WHERE DID MY FUEL GO? Automobile fuel consumption figures can never be bettered in real life motoring situations, and that’s a fact. Pictured above is a 1950s Jaguar XK 150. Image: DAVE FALL
It’s almost whimsical how every car manufacturer has the gall to claim the fuel consumption figures that they do. They even have the cheek these days to proudly place a rather large sticker on the windscreen of every new car in their showrooms proclaiming esoteric fuel-use figures that are in truth ludicrous.
According to a recent report by Italian consumer group Altroconsumo and reported in the English Daily Mail, they have grounds to believe the fuel-testing regime currently used by manufacturers dates back nearly 50 years and in no way reflects modern car use.
European consumer body BEUC (Bureau Européen des Unions de Consommateurs) director and spokesperson Monique Goyens reckons: “People buying supposedly efficient cars are misled too often. If a car guzzles two litres of fuel more than advertised, consumers simply pay the price for what is essentially a company’s green marketing ploy.”
CHEATERS CAUGHT OUT
It gets worse for the poor South African driver who is already paying “way over the top” for his new imported* car – without even considering the running costs – because BEUC firmly believes CO2 emissions claims by the car manufacturer may also be decidedly dodgy.
If you’ve ever wondered (as I have) how car manufacturers are the only ones able to achieve such superb fuel consumption figures this is how, down the years, some of them have been caught cheating:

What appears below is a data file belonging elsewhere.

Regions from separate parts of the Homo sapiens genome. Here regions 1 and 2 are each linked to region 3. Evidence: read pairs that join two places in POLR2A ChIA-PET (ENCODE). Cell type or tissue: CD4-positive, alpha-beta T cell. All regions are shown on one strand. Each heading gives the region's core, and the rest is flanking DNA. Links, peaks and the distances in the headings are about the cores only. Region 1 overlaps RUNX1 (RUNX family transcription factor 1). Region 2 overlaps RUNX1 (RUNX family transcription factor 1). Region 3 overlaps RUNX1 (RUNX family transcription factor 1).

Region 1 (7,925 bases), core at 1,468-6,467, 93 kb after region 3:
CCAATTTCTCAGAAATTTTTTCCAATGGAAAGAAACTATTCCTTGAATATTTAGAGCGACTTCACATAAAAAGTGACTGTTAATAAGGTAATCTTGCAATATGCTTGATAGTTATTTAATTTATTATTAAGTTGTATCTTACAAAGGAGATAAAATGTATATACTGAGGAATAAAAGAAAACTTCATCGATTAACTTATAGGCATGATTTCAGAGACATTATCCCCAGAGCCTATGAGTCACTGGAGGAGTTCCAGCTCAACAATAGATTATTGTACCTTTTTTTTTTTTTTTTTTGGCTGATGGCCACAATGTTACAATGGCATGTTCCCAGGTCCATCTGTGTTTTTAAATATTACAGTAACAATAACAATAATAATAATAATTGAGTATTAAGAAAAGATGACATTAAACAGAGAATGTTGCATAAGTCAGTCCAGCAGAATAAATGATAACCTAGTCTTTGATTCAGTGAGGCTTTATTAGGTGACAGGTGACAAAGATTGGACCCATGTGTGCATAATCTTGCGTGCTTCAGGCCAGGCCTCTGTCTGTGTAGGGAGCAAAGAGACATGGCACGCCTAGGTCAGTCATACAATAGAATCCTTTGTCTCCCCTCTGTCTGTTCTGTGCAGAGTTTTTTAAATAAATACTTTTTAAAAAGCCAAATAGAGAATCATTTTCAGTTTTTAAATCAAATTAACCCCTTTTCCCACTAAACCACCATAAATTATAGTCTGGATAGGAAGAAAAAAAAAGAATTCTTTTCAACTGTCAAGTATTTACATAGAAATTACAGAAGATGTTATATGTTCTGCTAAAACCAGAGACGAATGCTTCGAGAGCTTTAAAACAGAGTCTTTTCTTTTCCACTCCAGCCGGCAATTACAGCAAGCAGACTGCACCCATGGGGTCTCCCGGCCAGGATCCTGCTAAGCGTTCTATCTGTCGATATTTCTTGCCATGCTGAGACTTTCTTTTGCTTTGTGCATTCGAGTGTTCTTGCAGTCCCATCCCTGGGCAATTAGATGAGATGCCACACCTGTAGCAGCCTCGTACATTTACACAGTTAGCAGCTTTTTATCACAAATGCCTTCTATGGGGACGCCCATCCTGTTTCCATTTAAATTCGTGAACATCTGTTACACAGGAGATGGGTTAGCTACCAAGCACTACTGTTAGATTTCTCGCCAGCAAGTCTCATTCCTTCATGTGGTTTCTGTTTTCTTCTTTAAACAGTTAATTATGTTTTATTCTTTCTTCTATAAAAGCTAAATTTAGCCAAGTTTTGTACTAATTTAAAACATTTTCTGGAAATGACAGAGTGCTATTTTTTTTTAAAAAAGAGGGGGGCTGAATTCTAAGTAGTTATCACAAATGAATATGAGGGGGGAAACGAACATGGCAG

Over-inflating tyres (this can reduce fuel consumption by close to three percent); factory test drivers are experts at accelerating and braking, a fine art with which most of us are not endowed (this can also cut fuel burrn by up to three percent). It’s not unheard of to remove some of the fittings found in the cabin and surrounding areas in an attempt to reduce the overall weight of the test unit.
Then there’s the special lubricants used while undertaking fuel-consumption testing (which for some strange reason are not available to the general population but definitely an aid to improve engine efficiency). Those tests will always be conducted in warm conditions and, without doubt only first thing in the morning when the air is more rarefied.
It might seem incredible but some manufacturers hoping for the very best fuel test results have been known to disconnect the alternator to improve efficiency so only mechanical energy is used to move the car, rather than run electrical systems.
These days even the brakes on your family runabout are rather good – thank heavens. That’s due in the main to the increased friction set-up between the brake pads and the disc. Again, some manufacturers have been caught out backing off the brakes to achieve another two percent in fuel economy.
Those same manufacturers were simultaneously caught red-handed taping up panel gaps in the bodywork to minimise the effects of air resistance while falsifying increased mileage readouts.
Altroconsumo this week released results of independent tests commissioned by them and plans to sue at least two manufacturers (VW and Fiat) on behalf of consumers who feel they have been misled. Amazingly, the organisation believes drivers could be forking out an extra R7 250 a year because of misleading fuel consumption claims.
*Every imported new vehicle carries an ad valorem tax that represents ±38% of the sticker price. The dealer, no matter who the manufacturer might be, simply passes this on to the end user. Then there’s the CO2 tax to be factored in.”
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